Muscat. Too hot. Even as the sun sets on the Persian gulf. Here I met a cricket-playing Arab, who learned it from hanging out with all his Indian friends.

Casablanca. A mosque on a promotory by the sea. The sea road fills with thousands of people gathering there to see the sunset.
And here's Casablanca Soukh. A rambling maze of white painted lanes, where you can buy almost everything AND get your hair braided.

This gets me to the end of May. But it already shows, I think, that truth is way stranger than fiction, the world is an amazing place, and I shouldn't waste so much energy trying to make stuff up, when what's already there is way weirder and cooler than anything I could come up with.

Thursday, 13 March 2014

SEVEN INTERNET GEMS FOR READERS, including: Cassandra Claire's NEW SERIES, Spritz, Lestat, Book Boyfriends.


I haven't blogged for an age, and there's two main reasons for that. One is a vacation in Oman, the other is the end of the financial year. I'll be telling you more about one of those next week (guess which one). In the meantime, I was thinking how quality news about books and reading is kind of scattered across the web, so I decided to concentrate some of it, the things I've been looking at, here for you...

1. Our favourite fictional characters are never simple, and seldom entirely good. This article claims that a whole bunch of the best loved authorial inventions are much worse, they're bad to the bone PSYCHOS.

2. Do you want to read faster? I'm not sure what I think about this. I don't like the idea that reading novels, or anything for enjoyment, could be some kind of race. Maybe work reading, or research? But to me one of the joys of books is taking your time, going over things twice, or speeding along if you want to. See what you think?



3) Most of the readers of this blog are, well, readers, but still, you might need to persuade somebody else. Here are a stack of quotes saying why reading is the best.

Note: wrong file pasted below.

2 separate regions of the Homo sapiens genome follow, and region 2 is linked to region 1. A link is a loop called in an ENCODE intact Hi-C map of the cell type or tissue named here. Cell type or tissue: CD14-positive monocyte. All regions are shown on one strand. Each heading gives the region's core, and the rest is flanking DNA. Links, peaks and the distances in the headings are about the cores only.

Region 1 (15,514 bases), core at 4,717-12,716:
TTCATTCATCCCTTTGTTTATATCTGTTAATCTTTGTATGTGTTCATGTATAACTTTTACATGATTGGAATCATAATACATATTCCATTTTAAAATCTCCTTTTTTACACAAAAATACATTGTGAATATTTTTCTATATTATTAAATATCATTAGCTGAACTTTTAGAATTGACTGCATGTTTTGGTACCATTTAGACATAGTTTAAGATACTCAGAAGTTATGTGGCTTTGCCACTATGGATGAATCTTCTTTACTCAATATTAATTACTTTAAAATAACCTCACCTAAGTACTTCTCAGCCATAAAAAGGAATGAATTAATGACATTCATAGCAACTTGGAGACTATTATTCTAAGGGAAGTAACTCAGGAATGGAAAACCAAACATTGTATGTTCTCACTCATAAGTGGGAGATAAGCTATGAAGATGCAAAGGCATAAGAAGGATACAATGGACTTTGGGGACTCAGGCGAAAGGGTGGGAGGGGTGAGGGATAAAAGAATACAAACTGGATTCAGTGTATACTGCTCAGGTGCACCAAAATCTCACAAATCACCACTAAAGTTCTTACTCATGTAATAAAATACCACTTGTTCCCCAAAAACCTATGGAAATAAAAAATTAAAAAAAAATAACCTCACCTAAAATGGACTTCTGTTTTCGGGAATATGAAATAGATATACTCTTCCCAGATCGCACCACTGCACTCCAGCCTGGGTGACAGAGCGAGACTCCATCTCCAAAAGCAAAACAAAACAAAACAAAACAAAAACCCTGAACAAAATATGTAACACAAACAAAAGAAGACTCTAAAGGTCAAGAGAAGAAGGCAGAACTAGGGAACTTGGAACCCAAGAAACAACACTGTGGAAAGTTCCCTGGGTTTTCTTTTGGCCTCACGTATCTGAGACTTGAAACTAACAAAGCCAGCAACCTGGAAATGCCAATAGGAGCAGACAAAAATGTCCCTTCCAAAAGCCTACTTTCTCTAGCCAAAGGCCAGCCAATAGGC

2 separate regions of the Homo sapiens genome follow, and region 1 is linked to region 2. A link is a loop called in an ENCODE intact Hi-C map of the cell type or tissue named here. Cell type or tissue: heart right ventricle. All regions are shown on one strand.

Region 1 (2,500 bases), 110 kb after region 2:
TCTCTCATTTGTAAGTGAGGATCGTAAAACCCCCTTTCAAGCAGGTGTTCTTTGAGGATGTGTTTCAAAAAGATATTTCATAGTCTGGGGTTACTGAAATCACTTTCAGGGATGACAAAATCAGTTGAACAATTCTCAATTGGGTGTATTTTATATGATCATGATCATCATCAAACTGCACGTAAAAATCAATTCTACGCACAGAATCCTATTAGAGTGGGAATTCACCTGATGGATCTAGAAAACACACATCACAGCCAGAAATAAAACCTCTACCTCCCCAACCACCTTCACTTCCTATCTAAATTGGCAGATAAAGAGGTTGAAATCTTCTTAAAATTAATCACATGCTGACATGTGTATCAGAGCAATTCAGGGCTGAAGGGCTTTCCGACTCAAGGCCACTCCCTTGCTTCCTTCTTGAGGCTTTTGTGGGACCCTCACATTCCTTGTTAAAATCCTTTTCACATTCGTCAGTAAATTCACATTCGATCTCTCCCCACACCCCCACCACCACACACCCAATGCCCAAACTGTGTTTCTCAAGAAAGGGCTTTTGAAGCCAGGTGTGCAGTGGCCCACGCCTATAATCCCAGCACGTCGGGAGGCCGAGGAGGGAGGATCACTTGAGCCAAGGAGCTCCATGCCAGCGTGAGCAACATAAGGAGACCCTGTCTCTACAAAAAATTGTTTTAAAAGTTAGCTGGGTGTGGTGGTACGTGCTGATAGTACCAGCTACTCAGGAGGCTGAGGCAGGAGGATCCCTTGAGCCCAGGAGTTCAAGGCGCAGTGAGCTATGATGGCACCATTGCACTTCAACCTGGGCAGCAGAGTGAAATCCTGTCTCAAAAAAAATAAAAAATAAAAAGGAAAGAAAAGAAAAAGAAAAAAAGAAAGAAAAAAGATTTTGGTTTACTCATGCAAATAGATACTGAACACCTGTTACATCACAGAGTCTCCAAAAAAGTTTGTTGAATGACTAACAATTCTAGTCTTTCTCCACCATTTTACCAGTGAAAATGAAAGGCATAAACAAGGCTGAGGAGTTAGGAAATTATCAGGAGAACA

4) Before Twilight, before The Mortal Instruments I first learned the possibilities of the contemporary paranormal from Anne Rice's Lestat, or more accurately, the Tom Cruise/Brad Pitt movie, which led me to the book. The news? Lestat's  ON HIS WAY BACK.

5) Speaking of the Mortal Instruments, everybody knows that there's a 3rd series on it's way, to make TMI and ID ending a little better. The news is that there's  FOURTH series, set in the same kind of era as ID. Cassandra Claire is a WRITING MACHINE.

6) Still speaking of the Mortal Instruments, every day is a little bit better because it's a bit closer to the next book. Getting to the last book in a series is terrible. This article describes the process. How far along are you?

7) And finally, more from Huffpost. We all have our favourite book boyfriends. Apart from maybe possibly they aren't as perfect as we think. Check to see if your flawed 'BBF' is on this list.




Wednesday, 29 January 2014

True Adventures of a Part Time Writer. The Sea of Galilee.

I sat here, at this table, in a state of slight disbelief. In the distance was the Sea of Galilee, the town I was in was Roman, and the restaurant had been built in a beautiful black and yellow stone Ottoman mansion.


Where was I?

The view south from the restaurant is like this, five miles of Roman temples, theatres, stores, and baths. In the bright November sun (yes, November) lizards sunbathed on blocks of stone, then sprinted away if you came too near, legs lifted high on each side.



The place is called Um Qais. It's in northern Jordan, the slice of pale water in the distance is the Sea of Galilee, now in Israel. The nearer hills are in Syria and Palestine, and the valley is that of the river Jordan.


The Roman town was called Gadara, most of it is now buried beneath olive groves, but it was once part of the Decapolis, the network of cities that ruled the area. It is the site of a biblical story about a herd of swine being chased into the water. When I was there it was also the site of an owl trying to sleep in a tree and a flock of sparrows determined not to let it.


The Ottoman village dates to when the Turks were in charge, but they left long ago, when their empire fell in upon itself. Local farmers took it over, but they too have gone.

The restaurant serves beautiful lamb stews, to the sound of haunting Lebanese guitar music. The day I was there, though, there were two other noises. The first was a weird trilling, like distant birds. I looked everywhere for them, until I spotted them high over head. Arrow head formations of broad winged, long legged cranes, migrating from the Russian Steppe to Africa for the winter.

The other noise was more distant, and more sinister. The muffled thump of artillery in Syria. Damascus is only just beyond the first range of hills, the infamous Golan heights. The whole area is scarred by millennia of wars. In the springtime the hillside is a riot of wildflowers, and filled with exiled Palestinians who throng there to see where they once lived.

There are stories everywhere, and some places few of them are happy. All we strive for is an end to this one, and as soon as possible.